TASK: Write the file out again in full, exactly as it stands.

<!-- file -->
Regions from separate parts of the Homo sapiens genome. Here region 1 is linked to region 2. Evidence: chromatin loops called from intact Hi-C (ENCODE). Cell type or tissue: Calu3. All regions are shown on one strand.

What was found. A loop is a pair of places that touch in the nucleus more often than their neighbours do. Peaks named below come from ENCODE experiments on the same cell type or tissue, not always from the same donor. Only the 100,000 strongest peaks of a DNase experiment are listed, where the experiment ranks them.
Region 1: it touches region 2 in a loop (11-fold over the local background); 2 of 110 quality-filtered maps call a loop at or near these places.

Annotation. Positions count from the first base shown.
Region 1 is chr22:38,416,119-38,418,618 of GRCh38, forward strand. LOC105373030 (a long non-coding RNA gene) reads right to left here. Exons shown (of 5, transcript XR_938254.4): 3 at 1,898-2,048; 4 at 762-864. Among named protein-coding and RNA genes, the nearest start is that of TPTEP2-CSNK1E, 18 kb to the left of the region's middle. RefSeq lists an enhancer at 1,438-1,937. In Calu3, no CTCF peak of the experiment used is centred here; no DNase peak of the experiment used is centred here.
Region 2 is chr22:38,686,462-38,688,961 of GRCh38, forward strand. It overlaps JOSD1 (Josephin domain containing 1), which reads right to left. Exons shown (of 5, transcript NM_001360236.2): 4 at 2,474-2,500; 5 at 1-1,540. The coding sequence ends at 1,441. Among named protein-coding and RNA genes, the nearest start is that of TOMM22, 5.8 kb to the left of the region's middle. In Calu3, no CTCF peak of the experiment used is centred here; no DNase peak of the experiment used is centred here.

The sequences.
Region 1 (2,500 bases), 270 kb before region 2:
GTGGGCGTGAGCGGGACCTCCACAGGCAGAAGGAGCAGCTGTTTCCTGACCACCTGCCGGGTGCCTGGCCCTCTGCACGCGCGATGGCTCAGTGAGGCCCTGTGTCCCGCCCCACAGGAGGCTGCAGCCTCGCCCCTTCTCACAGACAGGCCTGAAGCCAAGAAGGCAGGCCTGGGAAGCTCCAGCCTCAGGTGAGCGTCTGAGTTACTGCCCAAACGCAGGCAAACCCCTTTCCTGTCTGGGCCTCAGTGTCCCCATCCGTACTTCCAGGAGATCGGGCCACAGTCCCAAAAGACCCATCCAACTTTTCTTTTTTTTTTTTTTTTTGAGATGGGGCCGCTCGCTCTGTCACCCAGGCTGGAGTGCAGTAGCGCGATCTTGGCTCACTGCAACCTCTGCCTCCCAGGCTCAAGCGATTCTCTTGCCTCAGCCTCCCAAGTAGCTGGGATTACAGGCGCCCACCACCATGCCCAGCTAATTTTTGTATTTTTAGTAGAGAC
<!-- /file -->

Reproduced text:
Regions from separate parts of the Homo sapiens genome. Here region 1 is linked to region 2. Evidence: chromatin loops called from intact Hi-C (ENCODE). Cell type or tissue: Calu3. All regions are shown on one strand.

What was found. A loop is a pair of places that touch in the nucleus more often than their neighbours do. Peaks named below come from ENCODE experiments on the same cell type or tissue, not always from the same donor. Only the 100,000 strongest peaks of a DNase experiment are listed, where the experiment ranks them.
Region 1: it touches region 2 in a loop (11-fold over the local background); 2 of 110 quality-filtered maps call a loop at or near these places.

Annotation. Positions count from the first base shown.
Region 1 is chr22:38,416,119-38,418,618 of GRCh38, forward strand. LOC105373030 (a long non-coding RNA gene) reads right to left here. Exons shown (of 5, transcript XR_938254.4): 3 at 1,898-2,048; 4 at 762-864. Among named protein-coding and RNA genes, the nearest start is that of TPTEP2-CSNK1E, 18 kb to the left of the region's middle. RefSeq lists an enhancer at 1,438-1,937. In Calu3, no CTCF peak of the experiment used is centred here; no DNase peak of the experiment used is centred here.
Region 2 is chr22:38,686,462-38,688,961 of GRCh38, forward strand. It overlaps JOSD1 (Josephin domain containing 1), which reads right to left. Exons shown (of 5, transcript NM_001360236.2): 4 at 2,474-2,500; 5 at 1-1,540. The coding sequence ends at 1,441. Among named protein-coding and RNA genes, the nearest start is that of TOMM22, 5.8 kb to the left of the region's middle. In Calu3, no CTCF peak of the experiment used is centred here; no DNase peak of the experiment used is centred here.

The sequences.
Region 1 (2,500 bases), 270 kb before region 2:
GTGGGCGTGAGCGGGACCTCCACAGGCAGAAGGAGCAGCTGTTTCCTGACCACCTGCCGGGTGCCTGGCCCTCTGCACGCGCGATGGCTCAGTGAGGCCCTGTGTCCCGCCCCACAGGAGGCTGCAGCCTCGCCCCTTCTCACAGACAGGCCTGAAGCCAAGAAGGCAGGCCTGGGAAGCTCCAGCCTCAGGTGAGCGTCTGAGTTACTGCCCAAACGCAGGCAAACCCCTTTCCTGTCTGGGCCTCAGTGTCCCCATCCGTACTTCCAGGAGATCGGGCCACAGTCCCAAAAGACCCATCCAACTTTTCTTTTTTTTTTTTTTTTTGAGATGGGGCCGCTCGCTCTGTCACCCAGGCTGGAGTGCAGTAGCGCGATCTTGGCTCACTGCAACCTCTGCCTCCCAGGCTCAAGCGATTCTCTTGCCTCAGCCTCCCAAGTAGCTGGGATTACAGGCGCCCACCACCATGCCCAGCTAATTTTTGTATTTTTAGTAGAGAC